The rural economy minister, Fergus Ewing, should get his cabinet colleague, Michael Russell, to “draw in his horns” and stop trying to ban toxic pesticides, according to a leaked email from a leading forester.
Raymond Henderson, head of forestry and partner at the £44 million property firm, Bidwells, mistakenly copied to a critic what were meant to be private comments to a forestry industry colleague. The comments were subsequently shared with Ewing and Russell.
Russell’s immediate response was fierce, telling Henderson that his email was “offensive” and to “step away from the keyboard”. There is no record of any response from Ewing.
The correspondence occurred on 26 April 2018, and arose from disputes over the use of forestry pesticides on the island of Mull. Henderson emailed a colleague commenting on a bid by some in the local community, backed by Argyll and Bute MSP Russell, to curb pesticides because of the risks they posed.
“We have to hope that Fergus Ewing will get tired of seeing this nonsense and either back the industry up in a statement or get Mike Russell to draw in his horns and issue a statement that he now understands that use of approved chemicals is safe and legitimate,” wrote Henderson.
He added that the chances of Russell making such a statement were “admittedly remote”. Unfortunately he clicked on “reply to all” and inadvertently copied his email to a local anti-pesticide campaigner, Rachel Watt, who then circulated it to Russell, Ewing and others.
Russell responded by telling Henderson his email was offensive. “No one will be “getting me to draw my horns in” (as you put it) and I am sure Fergus Ewing, whom I have known well for years, will be very concerned to hear that a private land agent thinks he has the power to make that happen,” he emailed.
The days in which the land agent can browbeat lesser mortals for daring to question his absolute power are well and truly over. Michael Russell, SNP MSP
“I will not be bullied, hectored or talked down to, and nor I believe will my constituents. The days in which the land agent can browbeat lesser mortals for daring to question his absolute power are well and truly over.”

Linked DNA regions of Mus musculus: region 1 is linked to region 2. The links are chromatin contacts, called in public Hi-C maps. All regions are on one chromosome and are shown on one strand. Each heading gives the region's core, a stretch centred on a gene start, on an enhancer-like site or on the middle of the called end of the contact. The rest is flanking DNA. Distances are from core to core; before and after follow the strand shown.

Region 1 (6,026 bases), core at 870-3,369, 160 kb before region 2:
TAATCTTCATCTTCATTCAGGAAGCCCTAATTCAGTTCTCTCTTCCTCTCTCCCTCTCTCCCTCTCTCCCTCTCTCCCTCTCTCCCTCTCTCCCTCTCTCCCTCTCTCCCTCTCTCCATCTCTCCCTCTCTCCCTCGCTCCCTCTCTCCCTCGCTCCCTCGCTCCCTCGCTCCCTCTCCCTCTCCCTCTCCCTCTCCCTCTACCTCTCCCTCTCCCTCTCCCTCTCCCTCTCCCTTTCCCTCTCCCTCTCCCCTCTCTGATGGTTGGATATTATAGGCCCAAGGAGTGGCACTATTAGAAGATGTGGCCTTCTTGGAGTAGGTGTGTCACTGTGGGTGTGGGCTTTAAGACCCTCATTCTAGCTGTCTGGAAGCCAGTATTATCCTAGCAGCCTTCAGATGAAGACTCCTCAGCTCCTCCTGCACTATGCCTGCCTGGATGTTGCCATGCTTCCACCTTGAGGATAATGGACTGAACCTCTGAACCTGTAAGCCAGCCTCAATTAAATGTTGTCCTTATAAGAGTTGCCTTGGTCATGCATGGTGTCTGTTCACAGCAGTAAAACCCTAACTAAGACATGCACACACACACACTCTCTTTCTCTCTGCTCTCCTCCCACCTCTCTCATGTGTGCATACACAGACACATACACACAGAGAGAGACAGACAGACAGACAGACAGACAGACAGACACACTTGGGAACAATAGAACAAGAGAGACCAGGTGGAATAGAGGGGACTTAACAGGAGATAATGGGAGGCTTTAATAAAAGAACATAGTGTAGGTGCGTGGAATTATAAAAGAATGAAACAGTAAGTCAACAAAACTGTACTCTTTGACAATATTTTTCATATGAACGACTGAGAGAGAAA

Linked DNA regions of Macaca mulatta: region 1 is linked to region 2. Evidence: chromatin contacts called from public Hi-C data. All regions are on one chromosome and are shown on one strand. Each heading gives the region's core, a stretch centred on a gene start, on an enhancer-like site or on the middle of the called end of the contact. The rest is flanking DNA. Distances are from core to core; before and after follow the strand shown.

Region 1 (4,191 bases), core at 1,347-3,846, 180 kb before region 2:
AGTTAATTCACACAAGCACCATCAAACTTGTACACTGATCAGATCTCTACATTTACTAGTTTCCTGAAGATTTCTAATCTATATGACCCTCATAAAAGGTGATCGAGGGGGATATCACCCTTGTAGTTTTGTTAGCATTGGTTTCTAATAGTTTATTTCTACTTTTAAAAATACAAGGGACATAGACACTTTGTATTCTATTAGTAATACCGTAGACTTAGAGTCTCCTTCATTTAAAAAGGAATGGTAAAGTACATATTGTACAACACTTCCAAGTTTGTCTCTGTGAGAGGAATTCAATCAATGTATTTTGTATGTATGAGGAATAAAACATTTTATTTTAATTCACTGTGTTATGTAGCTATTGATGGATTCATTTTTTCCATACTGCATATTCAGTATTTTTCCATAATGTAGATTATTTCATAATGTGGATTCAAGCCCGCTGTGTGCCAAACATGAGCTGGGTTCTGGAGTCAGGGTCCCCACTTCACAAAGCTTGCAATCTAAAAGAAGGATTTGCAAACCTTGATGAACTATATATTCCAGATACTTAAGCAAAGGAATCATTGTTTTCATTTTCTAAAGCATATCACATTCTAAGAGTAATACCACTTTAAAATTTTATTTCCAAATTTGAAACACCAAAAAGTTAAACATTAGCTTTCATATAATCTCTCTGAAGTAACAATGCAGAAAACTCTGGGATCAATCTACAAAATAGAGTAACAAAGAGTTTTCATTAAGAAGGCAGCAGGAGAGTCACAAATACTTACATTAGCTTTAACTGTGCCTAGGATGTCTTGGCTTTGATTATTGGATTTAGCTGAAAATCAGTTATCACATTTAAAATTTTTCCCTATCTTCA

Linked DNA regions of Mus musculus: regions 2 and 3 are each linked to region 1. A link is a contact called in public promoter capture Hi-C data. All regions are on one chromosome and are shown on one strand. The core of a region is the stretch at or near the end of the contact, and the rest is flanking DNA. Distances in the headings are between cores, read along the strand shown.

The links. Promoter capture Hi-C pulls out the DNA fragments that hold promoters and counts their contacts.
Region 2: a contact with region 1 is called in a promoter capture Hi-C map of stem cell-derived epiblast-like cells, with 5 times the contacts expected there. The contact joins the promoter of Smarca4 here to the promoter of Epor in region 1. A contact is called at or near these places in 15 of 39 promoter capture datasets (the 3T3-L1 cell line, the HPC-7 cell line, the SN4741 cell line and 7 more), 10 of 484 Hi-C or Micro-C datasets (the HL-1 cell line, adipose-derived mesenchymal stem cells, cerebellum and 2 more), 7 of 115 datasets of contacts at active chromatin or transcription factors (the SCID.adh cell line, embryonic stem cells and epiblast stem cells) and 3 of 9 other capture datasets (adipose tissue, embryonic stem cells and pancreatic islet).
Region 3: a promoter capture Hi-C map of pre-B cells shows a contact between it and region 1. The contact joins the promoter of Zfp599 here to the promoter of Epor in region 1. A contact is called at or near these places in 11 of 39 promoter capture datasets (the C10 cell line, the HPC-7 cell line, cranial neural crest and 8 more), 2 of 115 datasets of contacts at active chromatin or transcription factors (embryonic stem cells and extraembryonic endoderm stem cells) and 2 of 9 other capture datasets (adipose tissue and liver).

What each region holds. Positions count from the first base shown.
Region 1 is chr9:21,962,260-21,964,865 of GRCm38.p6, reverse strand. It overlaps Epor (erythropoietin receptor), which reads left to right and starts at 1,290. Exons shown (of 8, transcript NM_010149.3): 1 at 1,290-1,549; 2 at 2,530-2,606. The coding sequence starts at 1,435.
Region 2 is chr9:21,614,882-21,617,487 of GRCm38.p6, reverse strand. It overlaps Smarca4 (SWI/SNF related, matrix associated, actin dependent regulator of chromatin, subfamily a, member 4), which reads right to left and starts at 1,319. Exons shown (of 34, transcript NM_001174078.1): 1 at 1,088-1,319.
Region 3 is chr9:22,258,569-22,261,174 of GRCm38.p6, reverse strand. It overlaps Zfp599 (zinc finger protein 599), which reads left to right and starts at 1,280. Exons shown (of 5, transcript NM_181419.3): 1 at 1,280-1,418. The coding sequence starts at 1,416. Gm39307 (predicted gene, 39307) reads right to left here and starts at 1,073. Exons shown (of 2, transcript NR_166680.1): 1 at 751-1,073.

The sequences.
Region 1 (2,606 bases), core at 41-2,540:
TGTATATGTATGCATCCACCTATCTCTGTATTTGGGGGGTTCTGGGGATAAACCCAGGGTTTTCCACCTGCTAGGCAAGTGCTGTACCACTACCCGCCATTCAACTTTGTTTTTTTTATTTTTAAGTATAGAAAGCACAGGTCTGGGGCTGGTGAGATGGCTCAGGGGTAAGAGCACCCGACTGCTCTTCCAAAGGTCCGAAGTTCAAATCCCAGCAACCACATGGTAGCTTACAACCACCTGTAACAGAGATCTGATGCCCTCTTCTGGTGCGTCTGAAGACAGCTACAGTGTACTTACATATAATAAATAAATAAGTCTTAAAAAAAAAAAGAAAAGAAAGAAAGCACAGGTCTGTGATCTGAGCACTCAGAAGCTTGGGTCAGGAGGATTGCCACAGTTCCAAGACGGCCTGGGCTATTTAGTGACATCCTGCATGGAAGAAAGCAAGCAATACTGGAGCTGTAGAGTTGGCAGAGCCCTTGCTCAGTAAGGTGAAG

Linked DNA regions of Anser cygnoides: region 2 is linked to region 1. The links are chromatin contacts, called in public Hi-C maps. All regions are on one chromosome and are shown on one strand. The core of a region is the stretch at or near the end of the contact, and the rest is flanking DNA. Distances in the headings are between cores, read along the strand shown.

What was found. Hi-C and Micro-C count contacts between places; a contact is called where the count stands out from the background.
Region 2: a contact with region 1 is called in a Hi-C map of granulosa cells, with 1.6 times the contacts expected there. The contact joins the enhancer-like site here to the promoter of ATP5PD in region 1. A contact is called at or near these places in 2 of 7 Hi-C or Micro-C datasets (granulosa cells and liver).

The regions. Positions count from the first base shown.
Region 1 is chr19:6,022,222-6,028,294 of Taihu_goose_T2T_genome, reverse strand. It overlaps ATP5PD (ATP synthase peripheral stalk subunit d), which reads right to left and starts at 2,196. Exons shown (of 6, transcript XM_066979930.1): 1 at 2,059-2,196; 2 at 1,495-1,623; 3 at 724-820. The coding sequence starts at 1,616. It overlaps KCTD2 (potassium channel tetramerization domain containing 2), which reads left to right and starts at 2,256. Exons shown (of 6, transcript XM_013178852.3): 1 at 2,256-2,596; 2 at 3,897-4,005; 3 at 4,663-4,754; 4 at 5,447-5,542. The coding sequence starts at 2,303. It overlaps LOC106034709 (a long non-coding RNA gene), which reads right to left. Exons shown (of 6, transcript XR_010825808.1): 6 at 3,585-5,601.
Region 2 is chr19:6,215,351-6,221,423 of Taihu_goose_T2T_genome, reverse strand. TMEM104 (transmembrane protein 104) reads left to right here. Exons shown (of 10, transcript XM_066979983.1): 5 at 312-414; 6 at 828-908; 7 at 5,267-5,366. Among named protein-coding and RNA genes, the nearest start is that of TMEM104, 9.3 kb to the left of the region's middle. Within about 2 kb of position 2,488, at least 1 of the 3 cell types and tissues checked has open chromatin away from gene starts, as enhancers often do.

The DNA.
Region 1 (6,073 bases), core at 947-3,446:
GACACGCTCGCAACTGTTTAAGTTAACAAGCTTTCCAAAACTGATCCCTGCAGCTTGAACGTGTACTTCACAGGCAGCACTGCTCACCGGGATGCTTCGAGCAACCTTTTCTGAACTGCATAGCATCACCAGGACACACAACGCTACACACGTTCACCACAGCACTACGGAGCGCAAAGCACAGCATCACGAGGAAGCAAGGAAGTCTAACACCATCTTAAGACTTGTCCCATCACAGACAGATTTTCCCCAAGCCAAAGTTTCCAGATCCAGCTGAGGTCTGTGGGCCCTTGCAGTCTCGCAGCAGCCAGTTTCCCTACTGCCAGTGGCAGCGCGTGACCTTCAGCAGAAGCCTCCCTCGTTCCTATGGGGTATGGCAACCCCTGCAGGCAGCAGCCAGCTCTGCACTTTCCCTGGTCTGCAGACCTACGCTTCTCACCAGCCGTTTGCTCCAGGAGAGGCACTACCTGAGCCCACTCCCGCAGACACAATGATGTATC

Russell added: “A final piece of advice, if I may. Step away from the keyboard and restrain yourself if you are considering replying to this. I think you would be wise to take some time to consider if your actions to date do anything to further the interests of your clients, your company or yourself.”
The insect campaign group, Buglife, backed Russell. “It is somewhat incredulous that a private forestry consultant thinks it acceptable to challenge the right of a Scottish Government minister to stand up for his constituents’ views,” said the group’s conservation director, Craig Macadam.
“Michael Russell has quite rightly backed the concerns of people on Mull over the impacts of pesticides used in forestry planting.”
Henderson did not comment on his remarks about Ewing and Russell. “There has been a lot of correspondence with Ms Watt dating back more than two years,” he told The Ferret.
“In this instance, one email has been taken out of context from the many that have gone before and indeed after. This is a long running disagreement between one person with an embedded view and the accepted industry approach.”
He added: “Despite our best efforts, and having provided all the Forestry Commission research on the subject, it seems to have proved impossible to reconcile Ms Watt’s – and a few other people’s views – with those of the industry on the safe application of the chemical in question.”
Ewing and Russell, who is the Scottish Government’s Brexit minister, both declined to comment directly on the leaked emails.
The leaked emails in full
Leaked Emails About Ewing and Russell (Text)
Photos thanks to Scottish Government. This article was also published in the Sunday National on 9 September 2018.